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Tesla Plans To Offer Its Dojo Supercomputer As A Service For AI Training

Tesla Plans To Offer Its Dojo Supercomputer As A Service For AI Training
Tech News

Elon Musk has yet again dropped hints at the capabilities of Tesla's inbound Dojo supercomputer which it has been developing for a while now. This supercomputer is said to be helping optimise Tesla its autopilot autonomous algorithms which will enable full self-driving capabilities in Teslas. Now, Elon Musk has tweeted that access to the Dojo supercomputer will be given as a web service so that people can train their machine learning algorithms which will make the supercomputer even smarter. 

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Tesla's FSD chips are based on the same technology as the Dojo computer

"Yeah, we will open Dojo for training as a web service once we work out the bugs," he tweeted in a reply to a question. Musk has already revealed that it has the potential to one quintillion floating-point operations per second which is basically 1,000 petaFLOPS. The Dojo will be on point to break the exaFLOP barrier.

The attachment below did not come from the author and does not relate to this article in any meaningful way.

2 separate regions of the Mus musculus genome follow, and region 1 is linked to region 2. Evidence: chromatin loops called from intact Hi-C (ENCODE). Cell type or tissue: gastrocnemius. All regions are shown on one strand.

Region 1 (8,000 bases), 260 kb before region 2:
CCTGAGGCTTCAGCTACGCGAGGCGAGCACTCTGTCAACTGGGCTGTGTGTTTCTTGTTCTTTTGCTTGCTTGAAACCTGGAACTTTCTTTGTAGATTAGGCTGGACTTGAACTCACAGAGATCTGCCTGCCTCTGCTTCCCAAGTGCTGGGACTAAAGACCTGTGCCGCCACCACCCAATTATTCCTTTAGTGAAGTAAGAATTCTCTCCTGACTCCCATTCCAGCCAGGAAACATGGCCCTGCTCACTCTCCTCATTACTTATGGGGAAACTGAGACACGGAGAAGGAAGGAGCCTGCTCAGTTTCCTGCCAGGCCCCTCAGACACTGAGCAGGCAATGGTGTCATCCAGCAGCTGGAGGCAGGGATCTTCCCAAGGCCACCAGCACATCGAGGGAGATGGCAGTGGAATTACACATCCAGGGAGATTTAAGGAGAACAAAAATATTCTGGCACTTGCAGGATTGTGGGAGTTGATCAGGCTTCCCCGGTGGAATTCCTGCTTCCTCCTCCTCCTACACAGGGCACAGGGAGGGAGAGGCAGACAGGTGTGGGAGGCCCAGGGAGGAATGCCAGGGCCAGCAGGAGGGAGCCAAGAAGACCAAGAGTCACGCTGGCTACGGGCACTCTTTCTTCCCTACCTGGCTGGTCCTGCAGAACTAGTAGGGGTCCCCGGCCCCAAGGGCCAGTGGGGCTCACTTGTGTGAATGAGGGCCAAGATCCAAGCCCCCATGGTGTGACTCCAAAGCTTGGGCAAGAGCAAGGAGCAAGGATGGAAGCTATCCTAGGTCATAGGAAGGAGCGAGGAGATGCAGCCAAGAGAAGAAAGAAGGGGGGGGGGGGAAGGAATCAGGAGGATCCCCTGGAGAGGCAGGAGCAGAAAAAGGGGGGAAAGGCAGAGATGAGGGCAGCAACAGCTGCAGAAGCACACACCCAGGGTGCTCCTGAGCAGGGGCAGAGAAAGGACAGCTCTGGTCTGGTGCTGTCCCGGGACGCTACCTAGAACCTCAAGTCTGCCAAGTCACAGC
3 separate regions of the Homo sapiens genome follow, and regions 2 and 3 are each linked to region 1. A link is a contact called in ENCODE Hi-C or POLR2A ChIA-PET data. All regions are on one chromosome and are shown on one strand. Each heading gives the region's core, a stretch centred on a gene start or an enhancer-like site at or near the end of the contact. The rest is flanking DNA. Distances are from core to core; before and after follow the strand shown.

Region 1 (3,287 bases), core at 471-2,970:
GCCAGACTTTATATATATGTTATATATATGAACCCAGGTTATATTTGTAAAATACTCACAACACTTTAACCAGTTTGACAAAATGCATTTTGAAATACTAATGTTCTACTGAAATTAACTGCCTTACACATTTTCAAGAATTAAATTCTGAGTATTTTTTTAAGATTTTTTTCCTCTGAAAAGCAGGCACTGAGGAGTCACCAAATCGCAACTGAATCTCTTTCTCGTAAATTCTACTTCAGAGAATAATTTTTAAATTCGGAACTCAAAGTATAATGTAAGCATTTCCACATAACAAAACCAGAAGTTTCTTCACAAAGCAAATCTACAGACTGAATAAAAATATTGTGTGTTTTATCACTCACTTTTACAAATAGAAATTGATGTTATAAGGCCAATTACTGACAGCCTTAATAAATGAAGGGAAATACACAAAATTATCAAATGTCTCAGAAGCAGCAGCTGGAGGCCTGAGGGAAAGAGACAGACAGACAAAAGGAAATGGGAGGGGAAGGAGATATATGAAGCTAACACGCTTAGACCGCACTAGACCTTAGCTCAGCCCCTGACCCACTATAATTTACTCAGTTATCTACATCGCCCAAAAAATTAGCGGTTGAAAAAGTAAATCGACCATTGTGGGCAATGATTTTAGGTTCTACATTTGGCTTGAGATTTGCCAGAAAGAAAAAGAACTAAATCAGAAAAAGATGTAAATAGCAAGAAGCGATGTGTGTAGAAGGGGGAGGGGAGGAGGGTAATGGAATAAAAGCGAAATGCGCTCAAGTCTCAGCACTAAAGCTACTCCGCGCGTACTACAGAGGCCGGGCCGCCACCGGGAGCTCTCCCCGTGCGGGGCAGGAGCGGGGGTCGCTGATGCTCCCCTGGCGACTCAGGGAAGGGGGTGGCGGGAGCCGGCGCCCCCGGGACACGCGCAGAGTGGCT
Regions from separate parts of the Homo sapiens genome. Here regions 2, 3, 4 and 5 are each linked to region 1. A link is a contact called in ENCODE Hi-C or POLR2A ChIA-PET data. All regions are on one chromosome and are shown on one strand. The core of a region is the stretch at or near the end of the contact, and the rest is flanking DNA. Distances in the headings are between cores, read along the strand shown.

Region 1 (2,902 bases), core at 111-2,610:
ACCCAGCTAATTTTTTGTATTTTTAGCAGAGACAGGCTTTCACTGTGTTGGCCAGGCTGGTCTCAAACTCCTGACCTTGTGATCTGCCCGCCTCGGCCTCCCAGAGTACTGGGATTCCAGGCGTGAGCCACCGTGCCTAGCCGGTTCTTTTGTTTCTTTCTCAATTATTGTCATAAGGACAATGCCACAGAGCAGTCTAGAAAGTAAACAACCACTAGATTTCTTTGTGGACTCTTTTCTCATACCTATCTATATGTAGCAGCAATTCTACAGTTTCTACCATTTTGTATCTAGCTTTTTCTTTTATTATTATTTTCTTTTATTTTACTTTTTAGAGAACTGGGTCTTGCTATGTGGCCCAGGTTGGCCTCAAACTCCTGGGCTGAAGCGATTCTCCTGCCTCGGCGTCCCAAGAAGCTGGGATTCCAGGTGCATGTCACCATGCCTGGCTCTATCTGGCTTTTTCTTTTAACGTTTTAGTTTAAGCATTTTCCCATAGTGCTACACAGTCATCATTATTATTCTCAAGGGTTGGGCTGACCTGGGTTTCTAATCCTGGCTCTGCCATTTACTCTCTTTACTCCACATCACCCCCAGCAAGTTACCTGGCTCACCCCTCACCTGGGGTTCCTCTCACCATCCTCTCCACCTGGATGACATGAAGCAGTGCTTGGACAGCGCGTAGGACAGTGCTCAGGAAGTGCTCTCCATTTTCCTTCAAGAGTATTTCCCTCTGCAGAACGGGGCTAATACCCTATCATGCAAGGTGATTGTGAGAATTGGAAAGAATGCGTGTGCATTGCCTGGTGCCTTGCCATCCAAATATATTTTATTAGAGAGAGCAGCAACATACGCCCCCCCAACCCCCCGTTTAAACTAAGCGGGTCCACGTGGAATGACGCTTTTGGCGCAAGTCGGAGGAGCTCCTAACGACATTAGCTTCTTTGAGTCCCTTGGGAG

Currently, Fugaku is the fastest supercomputer in the world, by Fujitsu in Japan. It is based on the ARM architecture and has a Linpack performance of 415,530 TFLOPs. The Dojo will likely not be as fast, but it will use a similar underpinning architecture which is propelled by ARM's designs. ARM was recently acquired by Nvidia who used to supply Tesla chips for autonomous technology. 

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Dojo is likely also based on ARM's technology as Tesla's FSD chips are also based on the same chipset architecture. 

"Dojo uses our own chips and a computer architecture optimized for neural net training, not a GPU cluster. I could be wrong, but I think it will be best in the world," said Musk earlier. This is also a snide attack at Nvidia's technology which is propelled by its proprietary GPU technology which has proven to be very effective for machine learning and AI in the last decade usurping the dominance of x86 based CPUs by Intel and AMD. 

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Musk's vision for a vertically integrated Tesla pushed him towards developing its own chipset architecture. ARM has been the most neutral chipset platform in the last two decades with more than 22 billion devices including iPhones shipping based on its technology. Nvidia's acquisition of ARM from last week has opened it up to scrutiny where many ARM customers believe that Nvidia may change the business model and start competing or hampering its customers. 

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